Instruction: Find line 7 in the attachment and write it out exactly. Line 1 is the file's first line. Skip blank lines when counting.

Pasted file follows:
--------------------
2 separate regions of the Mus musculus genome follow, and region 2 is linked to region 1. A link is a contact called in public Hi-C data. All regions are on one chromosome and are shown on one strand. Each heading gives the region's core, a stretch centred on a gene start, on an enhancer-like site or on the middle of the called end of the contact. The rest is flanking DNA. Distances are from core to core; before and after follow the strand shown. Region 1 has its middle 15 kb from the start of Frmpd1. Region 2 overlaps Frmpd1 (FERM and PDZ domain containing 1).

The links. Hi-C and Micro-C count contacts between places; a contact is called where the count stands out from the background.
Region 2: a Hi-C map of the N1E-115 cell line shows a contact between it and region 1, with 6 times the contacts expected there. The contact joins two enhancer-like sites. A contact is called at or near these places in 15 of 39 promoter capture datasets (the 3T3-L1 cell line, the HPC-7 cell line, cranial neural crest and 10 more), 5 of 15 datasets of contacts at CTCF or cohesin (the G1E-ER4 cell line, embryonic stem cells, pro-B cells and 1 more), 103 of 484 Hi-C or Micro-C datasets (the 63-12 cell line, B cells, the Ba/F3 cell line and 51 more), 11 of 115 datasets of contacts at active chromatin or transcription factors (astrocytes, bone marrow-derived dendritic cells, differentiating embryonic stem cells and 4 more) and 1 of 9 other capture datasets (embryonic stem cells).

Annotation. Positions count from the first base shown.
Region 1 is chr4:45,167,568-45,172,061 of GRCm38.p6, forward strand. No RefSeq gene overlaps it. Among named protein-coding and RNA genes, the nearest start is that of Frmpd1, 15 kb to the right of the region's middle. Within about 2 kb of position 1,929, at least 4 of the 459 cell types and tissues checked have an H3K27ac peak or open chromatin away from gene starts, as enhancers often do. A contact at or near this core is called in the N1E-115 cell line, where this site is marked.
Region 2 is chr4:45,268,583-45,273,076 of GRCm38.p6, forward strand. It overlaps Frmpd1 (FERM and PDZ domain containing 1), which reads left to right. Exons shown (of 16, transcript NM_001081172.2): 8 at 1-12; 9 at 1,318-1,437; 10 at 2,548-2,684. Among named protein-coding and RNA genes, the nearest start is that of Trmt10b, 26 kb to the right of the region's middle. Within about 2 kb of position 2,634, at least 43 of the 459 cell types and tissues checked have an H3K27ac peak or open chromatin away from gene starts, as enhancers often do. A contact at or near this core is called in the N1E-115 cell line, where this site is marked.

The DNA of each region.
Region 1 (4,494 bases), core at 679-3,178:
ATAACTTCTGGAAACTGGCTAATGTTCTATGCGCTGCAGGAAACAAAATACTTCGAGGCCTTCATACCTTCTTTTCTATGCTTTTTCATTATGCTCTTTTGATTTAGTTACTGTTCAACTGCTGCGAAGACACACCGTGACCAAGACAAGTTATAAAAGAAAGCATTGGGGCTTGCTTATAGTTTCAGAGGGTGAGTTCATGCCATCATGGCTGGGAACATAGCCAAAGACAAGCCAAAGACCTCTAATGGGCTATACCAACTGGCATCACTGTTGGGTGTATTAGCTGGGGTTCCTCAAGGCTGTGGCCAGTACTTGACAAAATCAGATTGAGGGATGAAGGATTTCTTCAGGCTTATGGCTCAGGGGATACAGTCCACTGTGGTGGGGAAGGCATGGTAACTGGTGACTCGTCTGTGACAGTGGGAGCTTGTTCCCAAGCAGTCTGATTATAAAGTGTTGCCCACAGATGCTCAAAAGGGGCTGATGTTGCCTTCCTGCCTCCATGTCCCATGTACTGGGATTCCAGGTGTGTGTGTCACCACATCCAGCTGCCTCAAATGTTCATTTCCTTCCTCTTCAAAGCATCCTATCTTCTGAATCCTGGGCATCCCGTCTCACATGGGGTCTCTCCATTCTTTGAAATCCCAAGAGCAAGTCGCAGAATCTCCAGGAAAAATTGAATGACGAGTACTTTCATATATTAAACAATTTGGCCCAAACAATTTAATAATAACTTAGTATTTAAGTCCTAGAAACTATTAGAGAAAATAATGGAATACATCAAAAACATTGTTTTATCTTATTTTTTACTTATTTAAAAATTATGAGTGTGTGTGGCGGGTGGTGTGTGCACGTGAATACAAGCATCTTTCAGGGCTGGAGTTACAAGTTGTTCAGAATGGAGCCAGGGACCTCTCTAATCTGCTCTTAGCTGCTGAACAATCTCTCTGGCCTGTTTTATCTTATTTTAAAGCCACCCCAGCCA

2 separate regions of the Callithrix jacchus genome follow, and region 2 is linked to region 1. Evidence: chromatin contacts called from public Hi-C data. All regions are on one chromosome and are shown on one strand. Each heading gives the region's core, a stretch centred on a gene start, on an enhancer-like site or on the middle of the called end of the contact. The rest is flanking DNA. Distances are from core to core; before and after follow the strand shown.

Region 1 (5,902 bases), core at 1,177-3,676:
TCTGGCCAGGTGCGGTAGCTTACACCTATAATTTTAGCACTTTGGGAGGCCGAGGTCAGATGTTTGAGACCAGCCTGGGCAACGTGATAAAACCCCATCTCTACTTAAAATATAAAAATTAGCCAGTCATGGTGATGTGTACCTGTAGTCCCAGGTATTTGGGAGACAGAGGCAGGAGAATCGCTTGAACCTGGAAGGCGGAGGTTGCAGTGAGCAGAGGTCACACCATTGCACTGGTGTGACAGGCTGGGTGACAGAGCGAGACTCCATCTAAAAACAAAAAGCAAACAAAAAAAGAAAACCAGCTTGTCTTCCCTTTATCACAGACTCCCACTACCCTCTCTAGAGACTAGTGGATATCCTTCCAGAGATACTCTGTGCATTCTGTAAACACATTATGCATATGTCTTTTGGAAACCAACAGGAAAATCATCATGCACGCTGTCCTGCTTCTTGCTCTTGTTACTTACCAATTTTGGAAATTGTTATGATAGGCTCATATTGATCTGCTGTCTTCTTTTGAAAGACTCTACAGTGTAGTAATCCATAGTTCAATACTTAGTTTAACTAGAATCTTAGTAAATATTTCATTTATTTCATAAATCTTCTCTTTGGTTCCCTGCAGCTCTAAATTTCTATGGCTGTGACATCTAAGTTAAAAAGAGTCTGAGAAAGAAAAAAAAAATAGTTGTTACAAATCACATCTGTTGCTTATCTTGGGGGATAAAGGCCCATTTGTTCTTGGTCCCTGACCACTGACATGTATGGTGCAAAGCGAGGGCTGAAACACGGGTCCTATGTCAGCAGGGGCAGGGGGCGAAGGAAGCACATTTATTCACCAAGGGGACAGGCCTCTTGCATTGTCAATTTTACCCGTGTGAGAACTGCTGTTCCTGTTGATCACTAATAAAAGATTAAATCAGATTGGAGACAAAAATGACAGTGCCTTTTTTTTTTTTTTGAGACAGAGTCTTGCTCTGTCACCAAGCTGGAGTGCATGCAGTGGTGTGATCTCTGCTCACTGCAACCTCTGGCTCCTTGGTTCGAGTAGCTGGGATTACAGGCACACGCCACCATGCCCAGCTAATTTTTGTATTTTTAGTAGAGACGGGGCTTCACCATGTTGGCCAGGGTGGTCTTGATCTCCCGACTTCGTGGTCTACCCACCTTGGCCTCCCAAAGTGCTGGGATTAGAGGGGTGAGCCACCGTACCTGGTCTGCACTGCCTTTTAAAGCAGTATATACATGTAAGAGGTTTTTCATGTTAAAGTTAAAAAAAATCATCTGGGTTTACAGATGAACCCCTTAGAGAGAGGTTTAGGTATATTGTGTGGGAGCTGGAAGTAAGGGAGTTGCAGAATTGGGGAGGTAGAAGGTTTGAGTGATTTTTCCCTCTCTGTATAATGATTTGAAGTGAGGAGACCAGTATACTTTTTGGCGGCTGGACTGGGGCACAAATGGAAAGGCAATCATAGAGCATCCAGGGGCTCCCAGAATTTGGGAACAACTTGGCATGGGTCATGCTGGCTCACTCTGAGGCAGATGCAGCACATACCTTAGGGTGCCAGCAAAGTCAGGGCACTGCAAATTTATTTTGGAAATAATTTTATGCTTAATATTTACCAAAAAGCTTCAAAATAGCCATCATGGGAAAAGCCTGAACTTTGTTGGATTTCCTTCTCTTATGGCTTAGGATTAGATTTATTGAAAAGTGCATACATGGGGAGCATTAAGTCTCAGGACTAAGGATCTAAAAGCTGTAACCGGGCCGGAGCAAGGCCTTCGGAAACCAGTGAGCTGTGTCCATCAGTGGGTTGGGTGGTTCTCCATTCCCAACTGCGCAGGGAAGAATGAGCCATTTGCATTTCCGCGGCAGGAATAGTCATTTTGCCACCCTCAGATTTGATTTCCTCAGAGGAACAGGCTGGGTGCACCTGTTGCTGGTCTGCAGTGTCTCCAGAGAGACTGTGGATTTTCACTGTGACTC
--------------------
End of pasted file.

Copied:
The DNA of each region.